He went to the Al Amervah shelter where more than 1,100 Iraqi civilians were bombed and burned to death by U.S. pilots in 1991. He stayed at the bedsides of dying and hungry children in four hospitals. He spoke to humanitarian workers who confirmed findings of the April 1998 UNICEF report -- that economic sanctions have killed far more people than the approximately 150,000 civilians who died in 1991 when 88,000 tons of bombs were dropped in 52 days.

Laffin went among Iraqis not knowing how they would respond.

"Not one time in my 10 days there," he said during a talk to my students at Catholic University in Washington, "did I experience any hostility because I was from America. Instead, I was treated with kindness and generosity.

"In the hospitals, I saw children dying and suffering from diseases they would never have had without the sanctions. I can remember the childrens' names: Khafar, Zahra, Ann. These are kids that officials in the Clinton administration treat as expendable, all in the name of getting at the demonized Saddam Hussein."

Laffin traveled to Iraq as part of the Voices in the Wilderness, a Chicago-based peace group. On that trip and others, it took medicine and medical supplies to give to Iraqi doctors and nurses. What Laffin saw as a modest try at saving lives, the U.S. Treasury's Office of Foreign Assets Control defined as a crime: breaking the sanctions law. Voices in the Wilderness has been fined $163,000 -- a sum it has no plans to pay.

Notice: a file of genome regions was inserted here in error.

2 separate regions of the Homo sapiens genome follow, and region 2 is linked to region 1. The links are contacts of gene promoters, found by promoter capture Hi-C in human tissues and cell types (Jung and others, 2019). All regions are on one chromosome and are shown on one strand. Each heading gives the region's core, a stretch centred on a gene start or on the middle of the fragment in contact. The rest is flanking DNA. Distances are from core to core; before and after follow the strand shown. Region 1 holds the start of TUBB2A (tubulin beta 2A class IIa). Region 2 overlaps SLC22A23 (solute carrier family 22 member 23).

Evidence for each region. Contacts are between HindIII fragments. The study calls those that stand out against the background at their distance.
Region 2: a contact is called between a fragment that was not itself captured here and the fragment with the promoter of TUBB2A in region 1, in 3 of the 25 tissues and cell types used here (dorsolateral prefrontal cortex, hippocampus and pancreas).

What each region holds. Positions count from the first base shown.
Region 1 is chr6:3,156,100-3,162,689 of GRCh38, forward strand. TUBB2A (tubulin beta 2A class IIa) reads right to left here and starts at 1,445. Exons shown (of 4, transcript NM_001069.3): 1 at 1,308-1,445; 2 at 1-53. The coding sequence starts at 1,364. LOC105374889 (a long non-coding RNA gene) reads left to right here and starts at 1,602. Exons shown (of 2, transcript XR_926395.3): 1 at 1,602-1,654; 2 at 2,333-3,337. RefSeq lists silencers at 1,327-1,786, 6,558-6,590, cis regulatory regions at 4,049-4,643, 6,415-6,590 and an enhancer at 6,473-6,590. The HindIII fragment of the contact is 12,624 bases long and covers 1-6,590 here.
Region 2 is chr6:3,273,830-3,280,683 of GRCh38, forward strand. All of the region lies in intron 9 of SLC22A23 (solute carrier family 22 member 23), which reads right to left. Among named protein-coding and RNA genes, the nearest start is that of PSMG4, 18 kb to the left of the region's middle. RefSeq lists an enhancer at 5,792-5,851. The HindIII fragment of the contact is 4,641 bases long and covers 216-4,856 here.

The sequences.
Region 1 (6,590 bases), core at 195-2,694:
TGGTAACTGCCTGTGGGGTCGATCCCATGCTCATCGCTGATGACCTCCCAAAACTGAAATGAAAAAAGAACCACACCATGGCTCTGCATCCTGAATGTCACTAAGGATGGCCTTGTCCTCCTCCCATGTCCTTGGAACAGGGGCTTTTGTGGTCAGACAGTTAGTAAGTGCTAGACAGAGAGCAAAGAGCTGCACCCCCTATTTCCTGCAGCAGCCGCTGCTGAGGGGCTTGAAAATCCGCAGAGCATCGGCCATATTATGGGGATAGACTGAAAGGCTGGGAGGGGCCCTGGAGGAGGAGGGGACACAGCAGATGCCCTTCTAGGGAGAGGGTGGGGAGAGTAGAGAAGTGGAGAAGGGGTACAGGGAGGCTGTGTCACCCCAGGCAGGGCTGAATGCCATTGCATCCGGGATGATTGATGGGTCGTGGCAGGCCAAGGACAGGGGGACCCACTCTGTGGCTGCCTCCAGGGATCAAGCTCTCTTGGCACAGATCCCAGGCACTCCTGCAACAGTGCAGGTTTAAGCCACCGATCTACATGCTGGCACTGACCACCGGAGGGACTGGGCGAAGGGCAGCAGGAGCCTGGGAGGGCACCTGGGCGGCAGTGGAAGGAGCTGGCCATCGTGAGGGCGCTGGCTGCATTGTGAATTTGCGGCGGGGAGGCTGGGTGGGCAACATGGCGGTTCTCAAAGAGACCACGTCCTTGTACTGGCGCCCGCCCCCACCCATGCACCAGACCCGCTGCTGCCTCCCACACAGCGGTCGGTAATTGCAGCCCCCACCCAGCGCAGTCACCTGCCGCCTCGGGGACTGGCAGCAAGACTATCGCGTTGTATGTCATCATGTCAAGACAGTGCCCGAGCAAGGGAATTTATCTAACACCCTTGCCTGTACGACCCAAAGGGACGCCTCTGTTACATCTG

In addition to serving the poor and getting arrested, Laffin is the co-editor of "Swords & Plowshares: Nonviolent Direct Action for Disarmament, Peace and Social Justice." The 1996 book is a collection of 70 essays, many by Laffin, including "Reflections on a Lenten Fast and Public Witness."

He writes on the 38th day of his 1995 experience of water and juice:

"As the fast draws to a close, I am more keenly aware of the preciousness of life as well as the victims of greed in our world. During those moments when I crave a sumptuous meal, I think of what it must be like for the more than 35,000 children who die daily from hunger or preventable diseases. While I know I can eat in a few days, these sisters and brothers cannot. God have mercy on me and on our world for allowing this scandal of hunger." The current Catholic Worker carries this front-page quote from the Rev. Martin Luther King Jr.: "For years I labored with the idea of reforming the existing institutions of society, a little change here, a little change there. Now I feel differently. I think you have got to have a reconstruction of the entire society, a revolution of values."

Art Laffin and many other peacemakers whose lives and deeds are mostly ignored by the corporate-owned media are in agreement. Daily agreement.

Colman McCarthy directs the Center for Teaching Peace in Washington. He teaches courses on nonviolence at several Washington-area schools.

Pub Date: 02/21/99